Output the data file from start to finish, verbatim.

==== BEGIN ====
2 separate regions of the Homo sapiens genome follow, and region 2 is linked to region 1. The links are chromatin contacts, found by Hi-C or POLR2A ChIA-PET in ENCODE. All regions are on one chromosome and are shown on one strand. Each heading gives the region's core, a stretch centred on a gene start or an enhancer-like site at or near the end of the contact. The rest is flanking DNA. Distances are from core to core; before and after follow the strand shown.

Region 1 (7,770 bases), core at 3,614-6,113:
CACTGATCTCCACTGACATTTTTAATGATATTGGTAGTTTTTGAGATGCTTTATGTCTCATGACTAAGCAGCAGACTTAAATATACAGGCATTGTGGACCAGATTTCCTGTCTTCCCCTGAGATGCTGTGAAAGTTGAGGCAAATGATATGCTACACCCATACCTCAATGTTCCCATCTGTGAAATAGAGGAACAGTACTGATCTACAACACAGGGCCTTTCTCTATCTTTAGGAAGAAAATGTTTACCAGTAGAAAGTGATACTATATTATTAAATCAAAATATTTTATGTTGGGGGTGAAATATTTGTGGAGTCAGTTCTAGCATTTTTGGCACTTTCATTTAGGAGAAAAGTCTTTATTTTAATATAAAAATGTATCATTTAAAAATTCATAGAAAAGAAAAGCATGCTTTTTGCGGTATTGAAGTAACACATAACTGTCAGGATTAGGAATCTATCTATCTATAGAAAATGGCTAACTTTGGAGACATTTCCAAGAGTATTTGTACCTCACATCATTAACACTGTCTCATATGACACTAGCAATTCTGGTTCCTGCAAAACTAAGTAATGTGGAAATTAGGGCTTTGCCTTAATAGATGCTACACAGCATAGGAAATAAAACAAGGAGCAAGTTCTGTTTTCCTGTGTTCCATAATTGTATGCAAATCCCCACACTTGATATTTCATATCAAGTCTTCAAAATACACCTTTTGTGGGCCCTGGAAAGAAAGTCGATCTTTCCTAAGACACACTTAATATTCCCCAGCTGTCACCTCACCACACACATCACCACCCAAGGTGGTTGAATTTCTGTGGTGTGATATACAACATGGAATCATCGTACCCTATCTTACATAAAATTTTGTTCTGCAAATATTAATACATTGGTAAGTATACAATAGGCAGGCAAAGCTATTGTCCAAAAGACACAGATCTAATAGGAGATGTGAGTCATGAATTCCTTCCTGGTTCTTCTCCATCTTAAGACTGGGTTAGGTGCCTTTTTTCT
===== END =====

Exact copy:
2 separate regions of the Homo sapiens genome follow, and region 2 is linked to region 1. The links are chromatin contacts, found by Hi-C or POLR2A ChIA-PET in ENCODE. All regions are on one chromosome and are shown on one strand. Each heading gives the region's core, a stretch centred on a gene start or an enhancer-like site at or near the end of the contact. The rest is flanking DNA. Distances are from core to core; before and after follow the strand shown.

Region 1 (7,770 bases), core at 3,614-6,113:
CACTGATCTCCACTGACATTTTTAATGATATTGGTAGTTTTTGAGATGCTTTATGTCTCATGACTAAGCAGCAGACTTAAATATACAGGCATTGTGGACCAGATTTCCTGTCTTCCCCTGAGATGCTGTGAAAGTTGAGGCAAATGATATGCTACACCCATACCTCAATGTTCCCATCTGTGAAATAGAGGAACAGTACTGATCTACAACACAGGGCCTTTCTCTATCTTTAGGAAGAAAATGTTTACCAGTAGAAAGTGATACTATATTATTAAATCAAAATATTTTATGTTGGGGGTGAAATATTTGTGGAGTCAGTTCTAGCATTTTTGGCACTTTCATTTAGGAGAAAAGTCTTTATTTTAATATAAAAATGTATCATTTAAAAATTCATAGAAAAGAAAAGCATGCTTTTTGCGGTATTGAAGTAACACATAACTGTCAGGATTAGGAATCTATCTATCTATAGAAAATGGCTAACTTTGGAGACATTTCCAAGAGTATTTGTACCTCACATCATTAACACTGTCTCATATGACACTAGCAATTCTGGTTCCTGCAAAACTAAGTAATGTGGAAATTAGGGCTTTGCCTTAATAGATGCTACACAGCATAGGAAATAAAACAAGGAGCAAGTTCTGTTTTCCTGTGTTCCATAATTGTATGCAAATCCCCACACTTGATATTTCATATCAAGTCTTCAAAATACACCTTTTGTGGGCCCTGGAAAGAAAGTCGATCTTTCCTAAGACACACTTAATATTCCCCAGCTGTCACCTCACCACACACATCACCACCCAAGGTGGTTGAATTTCTGTGGTGTGATATACAACATGGAATCATCGTACCCTATCTTACATAAAATTTTGTTCTGCAAATATTAATACATTGGTAAGTATACAATAGGCAGGCAAAGCTATTGTCCAAAAGACACAGATCTAATAGGAGATGTGAGTCATGAATTCCTTCCTGGTTCTTCTCCATCTTAAGACTGGGTTAGGTGCCTTTTTTCT